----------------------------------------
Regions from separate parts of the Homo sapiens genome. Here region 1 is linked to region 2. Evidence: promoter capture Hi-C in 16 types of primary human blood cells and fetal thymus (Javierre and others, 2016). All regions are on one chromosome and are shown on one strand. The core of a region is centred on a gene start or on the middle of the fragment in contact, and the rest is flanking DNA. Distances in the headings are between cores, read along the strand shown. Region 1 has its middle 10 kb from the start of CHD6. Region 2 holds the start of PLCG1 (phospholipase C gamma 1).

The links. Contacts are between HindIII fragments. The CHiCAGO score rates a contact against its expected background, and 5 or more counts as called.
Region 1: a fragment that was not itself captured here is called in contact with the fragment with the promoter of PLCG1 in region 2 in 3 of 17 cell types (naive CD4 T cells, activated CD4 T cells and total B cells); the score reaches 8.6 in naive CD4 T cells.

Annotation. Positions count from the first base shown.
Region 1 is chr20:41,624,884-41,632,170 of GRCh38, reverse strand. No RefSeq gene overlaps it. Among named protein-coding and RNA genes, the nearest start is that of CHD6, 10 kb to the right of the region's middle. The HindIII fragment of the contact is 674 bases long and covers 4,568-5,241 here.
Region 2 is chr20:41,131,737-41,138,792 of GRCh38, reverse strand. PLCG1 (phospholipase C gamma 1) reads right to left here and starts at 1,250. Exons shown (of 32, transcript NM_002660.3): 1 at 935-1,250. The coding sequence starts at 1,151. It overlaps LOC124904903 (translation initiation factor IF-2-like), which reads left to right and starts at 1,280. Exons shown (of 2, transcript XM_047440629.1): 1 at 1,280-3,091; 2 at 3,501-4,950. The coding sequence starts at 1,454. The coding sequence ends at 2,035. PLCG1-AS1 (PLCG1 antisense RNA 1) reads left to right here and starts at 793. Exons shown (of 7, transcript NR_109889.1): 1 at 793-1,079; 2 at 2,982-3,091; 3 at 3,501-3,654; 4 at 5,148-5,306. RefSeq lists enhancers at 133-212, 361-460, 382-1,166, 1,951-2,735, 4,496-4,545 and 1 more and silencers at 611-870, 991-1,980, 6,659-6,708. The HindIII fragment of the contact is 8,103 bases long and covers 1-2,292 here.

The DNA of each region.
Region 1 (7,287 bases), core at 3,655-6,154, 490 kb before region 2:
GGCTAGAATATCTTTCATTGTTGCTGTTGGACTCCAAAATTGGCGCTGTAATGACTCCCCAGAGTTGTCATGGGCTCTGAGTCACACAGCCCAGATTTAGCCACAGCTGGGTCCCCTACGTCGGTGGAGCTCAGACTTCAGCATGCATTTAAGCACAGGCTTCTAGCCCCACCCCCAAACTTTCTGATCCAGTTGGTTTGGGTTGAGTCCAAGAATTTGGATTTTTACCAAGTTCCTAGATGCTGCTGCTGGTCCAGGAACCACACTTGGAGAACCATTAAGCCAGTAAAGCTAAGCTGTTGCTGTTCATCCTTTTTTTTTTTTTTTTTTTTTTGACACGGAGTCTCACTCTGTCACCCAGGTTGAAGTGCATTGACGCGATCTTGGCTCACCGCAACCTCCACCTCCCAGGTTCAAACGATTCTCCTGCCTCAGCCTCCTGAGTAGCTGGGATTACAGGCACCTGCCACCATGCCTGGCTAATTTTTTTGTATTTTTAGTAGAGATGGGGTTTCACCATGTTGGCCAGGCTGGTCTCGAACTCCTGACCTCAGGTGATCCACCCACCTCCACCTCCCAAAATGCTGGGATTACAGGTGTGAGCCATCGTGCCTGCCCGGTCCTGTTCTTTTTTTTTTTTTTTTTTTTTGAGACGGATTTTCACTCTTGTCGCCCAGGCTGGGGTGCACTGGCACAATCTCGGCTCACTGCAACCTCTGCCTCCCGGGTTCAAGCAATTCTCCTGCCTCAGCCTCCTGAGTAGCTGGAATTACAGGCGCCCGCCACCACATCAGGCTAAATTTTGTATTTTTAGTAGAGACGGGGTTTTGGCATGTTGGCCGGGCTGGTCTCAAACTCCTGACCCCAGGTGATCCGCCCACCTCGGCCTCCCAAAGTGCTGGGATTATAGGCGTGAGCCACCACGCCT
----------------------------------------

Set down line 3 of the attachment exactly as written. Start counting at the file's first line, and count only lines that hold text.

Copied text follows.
Region 1: a fragment that was not itself captured here is called in contact with the fragment with the promoter of PLCG1 in region 2 in 3 of 17 cell types (naive CD4 T cells, activated CD4 T cells and total B cells); the score reaches 8.6 in naive CD4 T cells.